Abiy’s remark comes hours before the expiry of a three-day surrender ultimatum he had given to the rebels in the northern region of Tigray.
Late Sunday, the premier gave the Tigray People's Liberation Front (TPLF) 72 hours to surrender or face an offensive. The rebels dismissed the ultimatum.
Abiy, a Nobel Peace Prize laureate, has resisted calls by the United Nations, the African Union, and various countries for talks with the armed rebels.
He said in a statement on Wednesday that Ethiopia appreciated the concern but emphasized that his government was "very much capable" of resolving the issue on its own.
“While we consider the concerns and advice of our friends, we reject any interference in our internal affairs.”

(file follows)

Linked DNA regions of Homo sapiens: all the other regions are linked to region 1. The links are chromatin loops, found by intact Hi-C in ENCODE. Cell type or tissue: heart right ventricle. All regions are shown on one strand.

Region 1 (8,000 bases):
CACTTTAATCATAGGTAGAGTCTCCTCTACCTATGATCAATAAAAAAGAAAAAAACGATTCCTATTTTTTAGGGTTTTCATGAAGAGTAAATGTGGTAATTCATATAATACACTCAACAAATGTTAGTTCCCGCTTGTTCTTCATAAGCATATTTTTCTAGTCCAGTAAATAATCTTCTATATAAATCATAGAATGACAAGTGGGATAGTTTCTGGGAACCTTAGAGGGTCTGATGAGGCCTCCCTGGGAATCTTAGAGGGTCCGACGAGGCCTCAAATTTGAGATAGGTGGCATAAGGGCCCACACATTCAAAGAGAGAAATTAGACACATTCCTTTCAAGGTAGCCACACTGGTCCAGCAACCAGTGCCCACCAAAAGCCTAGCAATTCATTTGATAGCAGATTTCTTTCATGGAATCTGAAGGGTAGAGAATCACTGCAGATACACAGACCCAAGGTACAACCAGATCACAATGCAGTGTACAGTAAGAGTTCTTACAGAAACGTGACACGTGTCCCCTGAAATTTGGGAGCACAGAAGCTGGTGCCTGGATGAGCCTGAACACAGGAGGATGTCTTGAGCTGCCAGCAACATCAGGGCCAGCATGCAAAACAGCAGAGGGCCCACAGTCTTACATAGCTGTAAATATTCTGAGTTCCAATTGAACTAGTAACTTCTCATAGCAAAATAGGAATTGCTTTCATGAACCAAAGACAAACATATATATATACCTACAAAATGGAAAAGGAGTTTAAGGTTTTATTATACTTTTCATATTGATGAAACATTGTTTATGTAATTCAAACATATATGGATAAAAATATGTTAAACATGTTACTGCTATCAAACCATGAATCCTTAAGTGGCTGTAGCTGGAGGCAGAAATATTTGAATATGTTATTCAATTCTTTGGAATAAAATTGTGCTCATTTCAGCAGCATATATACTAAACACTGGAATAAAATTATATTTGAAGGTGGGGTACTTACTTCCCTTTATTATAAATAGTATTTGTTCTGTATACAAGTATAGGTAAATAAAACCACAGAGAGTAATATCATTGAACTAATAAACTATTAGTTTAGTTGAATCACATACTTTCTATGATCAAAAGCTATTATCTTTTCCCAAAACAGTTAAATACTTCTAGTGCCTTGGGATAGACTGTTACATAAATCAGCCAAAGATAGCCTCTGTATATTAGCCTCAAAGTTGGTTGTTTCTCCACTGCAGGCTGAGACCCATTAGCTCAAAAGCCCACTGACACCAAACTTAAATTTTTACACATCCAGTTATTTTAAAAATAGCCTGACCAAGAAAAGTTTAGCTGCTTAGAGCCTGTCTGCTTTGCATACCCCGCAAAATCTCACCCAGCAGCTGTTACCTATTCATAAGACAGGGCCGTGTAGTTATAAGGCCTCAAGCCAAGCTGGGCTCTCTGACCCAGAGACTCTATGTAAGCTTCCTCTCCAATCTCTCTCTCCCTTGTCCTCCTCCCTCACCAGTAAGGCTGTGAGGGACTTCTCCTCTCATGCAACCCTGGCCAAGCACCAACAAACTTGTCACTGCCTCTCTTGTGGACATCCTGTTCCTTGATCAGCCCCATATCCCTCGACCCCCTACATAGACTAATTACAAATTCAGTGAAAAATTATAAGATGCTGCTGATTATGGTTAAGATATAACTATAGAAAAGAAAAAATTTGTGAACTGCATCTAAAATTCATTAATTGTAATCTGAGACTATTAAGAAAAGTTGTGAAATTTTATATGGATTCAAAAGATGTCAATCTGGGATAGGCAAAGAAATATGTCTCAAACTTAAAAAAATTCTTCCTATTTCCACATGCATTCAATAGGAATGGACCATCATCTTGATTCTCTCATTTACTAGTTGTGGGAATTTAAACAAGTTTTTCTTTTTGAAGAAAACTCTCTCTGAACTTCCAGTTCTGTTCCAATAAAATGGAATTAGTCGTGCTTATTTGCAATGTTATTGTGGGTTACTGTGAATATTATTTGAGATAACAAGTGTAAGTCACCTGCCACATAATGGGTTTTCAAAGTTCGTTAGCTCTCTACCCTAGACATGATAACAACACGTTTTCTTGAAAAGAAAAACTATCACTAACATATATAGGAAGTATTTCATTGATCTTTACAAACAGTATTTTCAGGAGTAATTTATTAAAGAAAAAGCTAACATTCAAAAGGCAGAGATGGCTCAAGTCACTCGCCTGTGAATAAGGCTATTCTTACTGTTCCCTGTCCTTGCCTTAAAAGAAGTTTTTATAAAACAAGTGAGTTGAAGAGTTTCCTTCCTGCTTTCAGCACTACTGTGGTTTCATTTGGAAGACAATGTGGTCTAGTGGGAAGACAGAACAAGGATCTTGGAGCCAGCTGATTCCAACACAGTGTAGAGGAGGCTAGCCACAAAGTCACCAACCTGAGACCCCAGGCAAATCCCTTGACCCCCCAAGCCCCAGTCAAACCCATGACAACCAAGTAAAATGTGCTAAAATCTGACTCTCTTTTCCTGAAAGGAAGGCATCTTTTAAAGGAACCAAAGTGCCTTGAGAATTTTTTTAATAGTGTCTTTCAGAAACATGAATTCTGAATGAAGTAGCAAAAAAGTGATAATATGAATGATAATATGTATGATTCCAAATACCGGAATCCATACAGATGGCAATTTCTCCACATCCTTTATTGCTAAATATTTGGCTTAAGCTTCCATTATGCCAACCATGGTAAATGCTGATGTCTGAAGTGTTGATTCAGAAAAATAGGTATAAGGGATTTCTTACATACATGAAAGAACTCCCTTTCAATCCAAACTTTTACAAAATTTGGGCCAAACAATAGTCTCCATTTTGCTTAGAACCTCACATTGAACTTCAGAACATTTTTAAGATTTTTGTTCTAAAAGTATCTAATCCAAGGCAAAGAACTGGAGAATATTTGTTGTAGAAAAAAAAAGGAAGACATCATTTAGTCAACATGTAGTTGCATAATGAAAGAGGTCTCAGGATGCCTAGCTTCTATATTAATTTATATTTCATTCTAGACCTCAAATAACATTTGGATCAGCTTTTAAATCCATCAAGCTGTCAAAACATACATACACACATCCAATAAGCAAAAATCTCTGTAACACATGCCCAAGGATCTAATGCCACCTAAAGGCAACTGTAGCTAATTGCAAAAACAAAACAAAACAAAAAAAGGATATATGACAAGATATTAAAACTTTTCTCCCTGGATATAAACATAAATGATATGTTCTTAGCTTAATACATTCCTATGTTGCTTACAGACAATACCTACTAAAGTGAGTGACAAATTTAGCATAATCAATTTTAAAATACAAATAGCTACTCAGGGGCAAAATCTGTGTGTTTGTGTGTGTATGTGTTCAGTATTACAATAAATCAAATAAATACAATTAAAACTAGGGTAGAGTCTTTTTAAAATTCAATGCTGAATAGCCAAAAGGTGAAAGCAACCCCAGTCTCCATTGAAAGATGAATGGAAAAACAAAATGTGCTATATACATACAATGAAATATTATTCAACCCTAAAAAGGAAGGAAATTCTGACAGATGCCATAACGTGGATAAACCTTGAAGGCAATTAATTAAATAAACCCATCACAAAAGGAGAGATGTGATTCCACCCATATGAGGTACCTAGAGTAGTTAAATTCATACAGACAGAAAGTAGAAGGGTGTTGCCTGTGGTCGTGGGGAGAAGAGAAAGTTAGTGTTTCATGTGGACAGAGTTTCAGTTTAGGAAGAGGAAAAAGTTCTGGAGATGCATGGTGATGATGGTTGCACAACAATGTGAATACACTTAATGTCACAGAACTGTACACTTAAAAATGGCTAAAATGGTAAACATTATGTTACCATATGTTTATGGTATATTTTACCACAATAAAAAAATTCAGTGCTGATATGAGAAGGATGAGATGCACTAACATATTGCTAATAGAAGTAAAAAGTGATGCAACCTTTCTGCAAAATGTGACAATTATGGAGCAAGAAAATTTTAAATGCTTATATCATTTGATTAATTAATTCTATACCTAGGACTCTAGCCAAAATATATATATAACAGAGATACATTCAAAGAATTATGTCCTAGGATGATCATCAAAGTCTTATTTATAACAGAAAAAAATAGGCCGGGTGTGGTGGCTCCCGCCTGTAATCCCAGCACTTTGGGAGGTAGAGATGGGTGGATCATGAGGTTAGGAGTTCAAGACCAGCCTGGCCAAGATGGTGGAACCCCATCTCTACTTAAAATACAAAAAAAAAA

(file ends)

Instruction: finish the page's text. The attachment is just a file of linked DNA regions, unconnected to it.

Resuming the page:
“We therefore respectfully urge the international community to refrain from any unwelcome and unlawful acts of interference and respect the fundamental principles of non-intervention under international law,” the prime minister added.
Ethiopian forces are reportedly encircling Mekele with tanks and preparing for the assault, and have called on the city’s half a million residents to leave.
Rights groups have warned that attacking Tigray's capital could constitute a war crime.